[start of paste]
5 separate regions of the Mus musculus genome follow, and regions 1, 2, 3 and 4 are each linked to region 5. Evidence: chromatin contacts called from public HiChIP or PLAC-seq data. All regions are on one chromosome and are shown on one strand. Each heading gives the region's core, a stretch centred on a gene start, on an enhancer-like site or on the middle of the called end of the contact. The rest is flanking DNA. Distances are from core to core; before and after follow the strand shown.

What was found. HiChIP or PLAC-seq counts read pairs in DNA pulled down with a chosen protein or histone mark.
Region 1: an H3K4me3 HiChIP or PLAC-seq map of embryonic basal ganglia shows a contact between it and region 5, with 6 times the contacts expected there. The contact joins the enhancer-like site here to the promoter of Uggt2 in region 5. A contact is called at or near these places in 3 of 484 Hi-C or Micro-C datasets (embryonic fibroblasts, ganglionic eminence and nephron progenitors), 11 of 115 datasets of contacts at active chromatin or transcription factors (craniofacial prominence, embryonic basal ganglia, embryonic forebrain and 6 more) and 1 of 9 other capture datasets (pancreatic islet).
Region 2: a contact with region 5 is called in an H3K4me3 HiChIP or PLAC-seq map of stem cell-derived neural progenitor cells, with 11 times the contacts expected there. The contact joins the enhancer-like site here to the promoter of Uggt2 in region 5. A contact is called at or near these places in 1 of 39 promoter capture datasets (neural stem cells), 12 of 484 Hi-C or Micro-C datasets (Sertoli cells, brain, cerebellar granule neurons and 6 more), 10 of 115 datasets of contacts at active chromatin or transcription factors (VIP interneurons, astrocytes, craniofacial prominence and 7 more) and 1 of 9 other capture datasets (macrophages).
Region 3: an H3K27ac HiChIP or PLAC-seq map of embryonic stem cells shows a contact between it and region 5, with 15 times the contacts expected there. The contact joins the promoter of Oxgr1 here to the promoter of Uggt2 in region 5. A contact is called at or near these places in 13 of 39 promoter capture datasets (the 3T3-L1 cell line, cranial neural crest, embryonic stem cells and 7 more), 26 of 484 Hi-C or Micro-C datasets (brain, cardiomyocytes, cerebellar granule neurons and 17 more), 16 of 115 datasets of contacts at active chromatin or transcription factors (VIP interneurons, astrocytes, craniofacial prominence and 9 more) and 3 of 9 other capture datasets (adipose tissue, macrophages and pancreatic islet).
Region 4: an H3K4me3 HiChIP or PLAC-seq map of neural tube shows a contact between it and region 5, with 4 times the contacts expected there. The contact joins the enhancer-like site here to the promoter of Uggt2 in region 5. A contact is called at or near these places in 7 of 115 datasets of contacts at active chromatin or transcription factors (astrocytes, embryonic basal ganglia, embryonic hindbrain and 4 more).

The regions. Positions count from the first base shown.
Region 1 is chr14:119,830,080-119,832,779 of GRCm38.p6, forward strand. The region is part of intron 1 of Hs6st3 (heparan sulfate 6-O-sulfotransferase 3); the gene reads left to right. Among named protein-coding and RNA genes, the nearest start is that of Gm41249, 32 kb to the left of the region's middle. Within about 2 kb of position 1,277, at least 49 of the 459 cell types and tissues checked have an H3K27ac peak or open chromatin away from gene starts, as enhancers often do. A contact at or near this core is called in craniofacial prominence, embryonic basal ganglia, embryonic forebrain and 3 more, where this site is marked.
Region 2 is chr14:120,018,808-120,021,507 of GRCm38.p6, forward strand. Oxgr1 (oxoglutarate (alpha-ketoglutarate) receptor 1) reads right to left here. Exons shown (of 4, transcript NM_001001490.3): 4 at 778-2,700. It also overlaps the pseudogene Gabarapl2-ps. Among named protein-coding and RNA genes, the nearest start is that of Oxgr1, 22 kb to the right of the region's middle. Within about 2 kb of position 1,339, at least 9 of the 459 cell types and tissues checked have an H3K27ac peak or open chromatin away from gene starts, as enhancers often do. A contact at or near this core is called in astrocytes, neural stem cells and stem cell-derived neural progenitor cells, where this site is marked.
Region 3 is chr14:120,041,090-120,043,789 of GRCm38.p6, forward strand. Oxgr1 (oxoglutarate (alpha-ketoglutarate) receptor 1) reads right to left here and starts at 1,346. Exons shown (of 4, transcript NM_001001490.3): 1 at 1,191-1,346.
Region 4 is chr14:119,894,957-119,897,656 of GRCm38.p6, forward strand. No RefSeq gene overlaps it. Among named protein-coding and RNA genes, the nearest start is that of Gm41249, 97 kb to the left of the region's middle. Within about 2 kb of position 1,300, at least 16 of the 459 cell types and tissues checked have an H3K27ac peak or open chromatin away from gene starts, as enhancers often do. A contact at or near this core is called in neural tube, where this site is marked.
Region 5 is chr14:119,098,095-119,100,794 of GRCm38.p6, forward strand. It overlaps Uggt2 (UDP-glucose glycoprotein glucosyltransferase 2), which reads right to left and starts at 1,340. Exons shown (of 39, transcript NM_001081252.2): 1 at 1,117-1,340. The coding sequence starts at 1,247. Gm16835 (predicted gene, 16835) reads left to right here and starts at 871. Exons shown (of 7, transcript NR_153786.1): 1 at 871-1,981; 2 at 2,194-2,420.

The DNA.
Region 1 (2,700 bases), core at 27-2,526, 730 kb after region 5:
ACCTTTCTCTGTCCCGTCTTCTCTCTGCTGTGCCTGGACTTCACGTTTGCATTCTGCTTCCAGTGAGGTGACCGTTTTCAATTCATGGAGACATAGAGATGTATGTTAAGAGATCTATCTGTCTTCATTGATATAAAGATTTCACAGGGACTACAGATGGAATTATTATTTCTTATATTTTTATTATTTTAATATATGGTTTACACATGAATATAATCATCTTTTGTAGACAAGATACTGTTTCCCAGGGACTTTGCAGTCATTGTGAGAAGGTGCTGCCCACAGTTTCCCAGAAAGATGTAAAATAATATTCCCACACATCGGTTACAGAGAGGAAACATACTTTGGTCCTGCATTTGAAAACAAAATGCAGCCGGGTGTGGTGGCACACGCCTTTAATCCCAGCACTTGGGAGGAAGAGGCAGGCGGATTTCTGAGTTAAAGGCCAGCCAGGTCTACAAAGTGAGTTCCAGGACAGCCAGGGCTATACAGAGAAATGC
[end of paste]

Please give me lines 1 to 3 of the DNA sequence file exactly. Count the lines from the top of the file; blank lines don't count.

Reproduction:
5 separate regions of the Mus musculus genome follow, and regions 1, 2, 3 and 4 are each linked to region 5. Evidence: chromatin contacts called from public HiChIP or PLAC-seq data. All regions are on one chromosome and are shown on one strand. Each heading gives the region's core, a stretch centred on a gene start, on an enhancer-like site or on the middle of the called end of the contact. The rest is flanking DNA. Distances are from core to core; before and after follow the strand shown.

What was found. HiChIP or PLAC-seq counts read pairs in DNA pulled down with a chosen protein or histone mark.
Region 1: an H3K4me3 HiChIP or PLAC-seq map of embryonic basal ganglia shows a contact between it and region 5, with 6 times the contacts expected there. The contact joins the enhancer-like site here to the promoter of Uggt2 in region 5. A contact is called at or near these places in 3 of 484 Hi-C or Micro-C datasets (embryonic fibroblasts, ganglionic eminence and nephron progenitors), 11 of 115 datasets of contacts at active chromatin or transcription factors (craniofacial prominence, embryonic basal ganglia, embryonic forebrain and 6 more) and 1 of 9 other capture datasets (pancreatic islet).